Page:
My previous reviews of the Recluce saga have been brutally honest when it comes to how L.E. Modesitt, Jr.’s writing is disappointing a second time around. So I want to begin this review by praising The Order War for being the best book so far in the series, in terms of both story and writing! After three repetitive, somewhat dull books, Modesitt has finally produced a volume that drew me into the conflict, made me care about the characters, and found a balance between his intriguing magical system and the drama around its usage.
I knew The Order War would be unlike its predecessors almost from the beginning. Justen begins the book as an experienced engineer in Nylan, the city that Dorrin founded back in The Magic Engineer. Unlike Lerris, Creslin, and Dorrin, Justen doesn’t leave his home because he has to “find himself” (although he ends up doing that) or because he’s being sent away. No, Justen leaves as part of a detachment to help an independent country in Candar resist the White Wizards. The detachment fails miserably, and Justen is stranded in a particularly inhospitable part of Candar. He manages to find his way to the Druids of Naclos, where he meets his soul mate and becomes a Gray wizard.
I love that Modesitt begins this book with a healthy amount of action. There’s no tedious travelling through the countryside with the occasional episode dealing with bandits; visits to an inn and the accompanying yet excruciating exchanges that deal with menu selection and counting coppers and golds are few and far between. No, we begin with Justen on Recluce, learn about his family, then join him on the mission to Candar. There are plenty of battle sequences and some political machinations on both sides. Although both smithing and woodworking make cameos, neither craft is the focus of Justen’s spare time. Mostly Modesitt devotes his exposition to Justen’s growing understanding of the Balance between order and chaos.
The Balance has been a common thread running through all of the Recluce books. Sometimes it has been addressed explicitly, particularly by Justen himself in The Magic of Recluce. In other instances, such as Creslin’s experimentation in The Towers of Sunset, it has been there as an afterthought, something that reacts to a perversion of order or chaos. I feel like The Order War serves a very important role in this series, because it ties together all of these ideas about the Balance and closes the circle first opened by The Magic of Recluce.
One of the reasons this series is so compelling is that there are two oppositional groups, one of which uses chaos and the other order. Yet according to the Balance, that is a self-defeating proposition, like global thermonuclear war. Increasing chaos only increases—and concentrates—order, and vice versa. So the more order that the Black Mages concentrate in Recluce, the more chaos foci who appear in Candar. You can’t win; the only way to win is not to play and embrace the Balance, as the Druids do. It might seem like a somewhat trite and obvious conclusion, but Modesitt develops the theme in potent, poignant way.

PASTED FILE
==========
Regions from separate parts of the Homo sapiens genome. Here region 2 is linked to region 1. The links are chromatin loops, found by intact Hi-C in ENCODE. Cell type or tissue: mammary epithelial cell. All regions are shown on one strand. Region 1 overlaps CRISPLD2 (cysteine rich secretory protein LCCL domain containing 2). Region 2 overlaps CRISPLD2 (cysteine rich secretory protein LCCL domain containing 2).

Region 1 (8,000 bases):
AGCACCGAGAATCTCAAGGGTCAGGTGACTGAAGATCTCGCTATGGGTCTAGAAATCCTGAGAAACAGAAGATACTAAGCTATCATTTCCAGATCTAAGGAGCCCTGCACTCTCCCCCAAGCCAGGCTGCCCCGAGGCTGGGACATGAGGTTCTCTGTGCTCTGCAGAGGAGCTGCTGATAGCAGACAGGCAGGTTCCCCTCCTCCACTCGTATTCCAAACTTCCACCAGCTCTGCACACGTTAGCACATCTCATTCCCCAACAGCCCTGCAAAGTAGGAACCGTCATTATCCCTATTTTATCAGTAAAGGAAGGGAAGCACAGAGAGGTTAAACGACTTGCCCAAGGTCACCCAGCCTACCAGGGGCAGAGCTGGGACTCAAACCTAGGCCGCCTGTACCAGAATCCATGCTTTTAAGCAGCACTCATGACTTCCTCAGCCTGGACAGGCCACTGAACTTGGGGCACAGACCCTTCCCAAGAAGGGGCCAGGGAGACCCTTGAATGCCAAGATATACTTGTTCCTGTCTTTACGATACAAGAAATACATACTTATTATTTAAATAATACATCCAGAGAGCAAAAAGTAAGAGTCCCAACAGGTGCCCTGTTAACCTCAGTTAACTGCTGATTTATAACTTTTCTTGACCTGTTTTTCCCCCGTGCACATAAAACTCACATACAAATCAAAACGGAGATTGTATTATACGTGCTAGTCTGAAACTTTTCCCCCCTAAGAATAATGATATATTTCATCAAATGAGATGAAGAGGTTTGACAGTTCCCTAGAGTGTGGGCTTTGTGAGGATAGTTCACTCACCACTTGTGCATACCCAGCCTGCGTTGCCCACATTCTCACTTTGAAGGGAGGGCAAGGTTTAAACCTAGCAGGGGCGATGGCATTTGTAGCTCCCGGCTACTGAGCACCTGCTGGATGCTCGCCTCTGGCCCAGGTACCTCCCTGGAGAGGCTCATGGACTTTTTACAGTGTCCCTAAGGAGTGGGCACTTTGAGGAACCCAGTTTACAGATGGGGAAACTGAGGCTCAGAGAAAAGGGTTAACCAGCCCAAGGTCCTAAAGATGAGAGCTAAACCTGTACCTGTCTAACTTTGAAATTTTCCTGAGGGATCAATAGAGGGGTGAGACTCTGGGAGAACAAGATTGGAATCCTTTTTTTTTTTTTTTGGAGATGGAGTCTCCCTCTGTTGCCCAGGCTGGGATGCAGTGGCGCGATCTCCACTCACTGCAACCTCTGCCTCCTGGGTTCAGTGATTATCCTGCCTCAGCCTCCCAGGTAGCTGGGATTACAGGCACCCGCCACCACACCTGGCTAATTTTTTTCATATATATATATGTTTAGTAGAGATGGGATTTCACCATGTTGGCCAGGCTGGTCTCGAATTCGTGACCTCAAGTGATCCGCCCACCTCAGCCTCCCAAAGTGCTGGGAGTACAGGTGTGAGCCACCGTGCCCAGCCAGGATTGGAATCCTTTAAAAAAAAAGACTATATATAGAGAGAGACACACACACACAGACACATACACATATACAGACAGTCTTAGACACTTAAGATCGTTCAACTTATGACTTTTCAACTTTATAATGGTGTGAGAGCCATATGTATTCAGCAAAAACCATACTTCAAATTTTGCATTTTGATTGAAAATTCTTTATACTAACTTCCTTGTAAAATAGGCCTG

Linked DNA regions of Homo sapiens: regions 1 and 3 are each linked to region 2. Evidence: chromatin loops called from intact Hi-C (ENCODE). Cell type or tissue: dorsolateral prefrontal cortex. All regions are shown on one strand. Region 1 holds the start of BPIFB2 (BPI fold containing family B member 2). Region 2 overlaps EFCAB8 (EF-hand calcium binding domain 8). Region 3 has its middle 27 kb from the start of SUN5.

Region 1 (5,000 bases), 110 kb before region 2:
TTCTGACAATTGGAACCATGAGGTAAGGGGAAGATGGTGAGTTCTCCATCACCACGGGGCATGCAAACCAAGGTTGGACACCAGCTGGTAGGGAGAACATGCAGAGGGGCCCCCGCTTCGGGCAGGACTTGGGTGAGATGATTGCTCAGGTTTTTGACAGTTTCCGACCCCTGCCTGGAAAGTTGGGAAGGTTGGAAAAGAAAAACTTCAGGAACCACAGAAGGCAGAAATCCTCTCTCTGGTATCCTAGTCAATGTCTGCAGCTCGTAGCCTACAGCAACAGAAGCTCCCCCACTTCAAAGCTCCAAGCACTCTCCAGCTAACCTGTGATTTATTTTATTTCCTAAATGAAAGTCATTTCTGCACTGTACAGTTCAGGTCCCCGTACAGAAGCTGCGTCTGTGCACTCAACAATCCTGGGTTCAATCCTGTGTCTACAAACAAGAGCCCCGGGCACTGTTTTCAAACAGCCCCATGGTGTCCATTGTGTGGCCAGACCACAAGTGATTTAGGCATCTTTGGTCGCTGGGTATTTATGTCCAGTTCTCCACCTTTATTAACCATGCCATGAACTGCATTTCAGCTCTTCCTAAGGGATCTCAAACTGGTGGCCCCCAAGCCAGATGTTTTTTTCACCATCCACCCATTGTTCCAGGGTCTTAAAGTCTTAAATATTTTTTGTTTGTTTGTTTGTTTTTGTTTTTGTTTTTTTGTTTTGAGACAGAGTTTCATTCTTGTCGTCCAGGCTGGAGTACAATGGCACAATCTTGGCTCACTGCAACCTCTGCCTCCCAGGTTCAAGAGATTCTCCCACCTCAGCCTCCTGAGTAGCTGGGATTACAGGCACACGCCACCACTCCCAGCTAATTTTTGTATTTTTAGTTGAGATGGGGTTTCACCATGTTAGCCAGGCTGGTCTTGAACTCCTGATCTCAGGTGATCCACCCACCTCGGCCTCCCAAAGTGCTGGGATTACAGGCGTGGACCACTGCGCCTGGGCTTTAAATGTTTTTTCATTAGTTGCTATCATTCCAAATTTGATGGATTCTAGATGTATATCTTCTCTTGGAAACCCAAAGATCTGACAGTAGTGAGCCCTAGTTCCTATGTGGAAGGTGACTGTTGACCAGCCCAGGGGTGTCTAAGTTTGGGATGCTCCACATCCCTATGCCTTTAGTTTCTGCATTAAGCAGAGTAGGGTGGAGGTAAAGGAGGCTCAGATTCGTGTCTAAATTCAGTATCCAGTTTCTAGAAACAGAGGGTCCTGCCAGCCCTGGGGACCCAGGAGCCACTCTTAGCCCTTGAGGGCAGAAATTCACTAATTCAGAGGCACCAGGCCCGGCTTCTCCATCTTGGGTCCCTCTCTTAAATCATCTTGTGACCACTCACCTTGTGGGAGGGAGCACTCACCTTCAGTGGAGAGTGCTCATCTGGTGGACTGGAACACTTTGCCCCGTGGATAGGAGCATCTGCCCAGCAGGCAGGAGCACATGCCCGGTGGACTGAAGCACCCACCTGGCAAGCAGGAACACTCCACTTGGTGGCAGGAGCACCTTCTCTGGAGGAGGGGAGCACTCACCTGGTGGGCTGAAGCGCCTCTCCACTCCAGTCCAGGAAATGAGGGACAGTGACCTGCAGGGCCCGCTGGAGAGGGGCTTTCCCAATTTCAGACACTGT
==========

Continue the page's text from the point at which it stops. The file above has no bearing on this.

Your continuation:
The Order War still suffers from many of the same flaws as the previous books. As in The Magic of Recluce, where Lerris’ questions were thwarted by Justen’s combative responses, Justen doesn’t always get a straight answer to his inquiries either (so that’s where he learned it!). The final act of the book, with Justen and his brother racing toward Fairhaven in a steam-powered “land engine” of Justen’s design, drags. And of course, there are the White Wizards. Oh, the one-dimensionality of the White Wizards! I eagerly await the books later in the series that, if I recall correctly, look at the events in The Magic Engineer from Cerryl’s point of view, helps to make the wizards of Fairhaven far rounder characters. As it stands, they remain moustache-twirling caricatures, barely worth taking the time to discuss them.
I’m beginning to think about the reading order I would recommend for this series. Like the Chronicles of Narnia, we could have some heated debates about this, drag in the spectre of authorial intent and publishing constraints and that pesky thing about time being linear. If one has the inclination, one could read the series in several orders, of course. But I do know that The Order War is really good and The Towers of Sunset is really bad (in relative Recluce terms), so I’d probably advise new readers to skip the latter and read the former either before or after The Magic Engineer (but probably after).
Had I read this alone, or as the first book to the series, I might have been less charitable. It does not improve my opinion of Modesitt as a writer by much. Yet considered as part of the larger series, this book contributes a lot to the ongoing mythology, and I actually managed to stay interested for most of it. I’m sure that many of those who share my opinions probably didn’t last past book 3, if that (that is when I gave up on Wheel of Time). That’s a shame, because with The Order War, the Recluce Saga is just beginning to get good.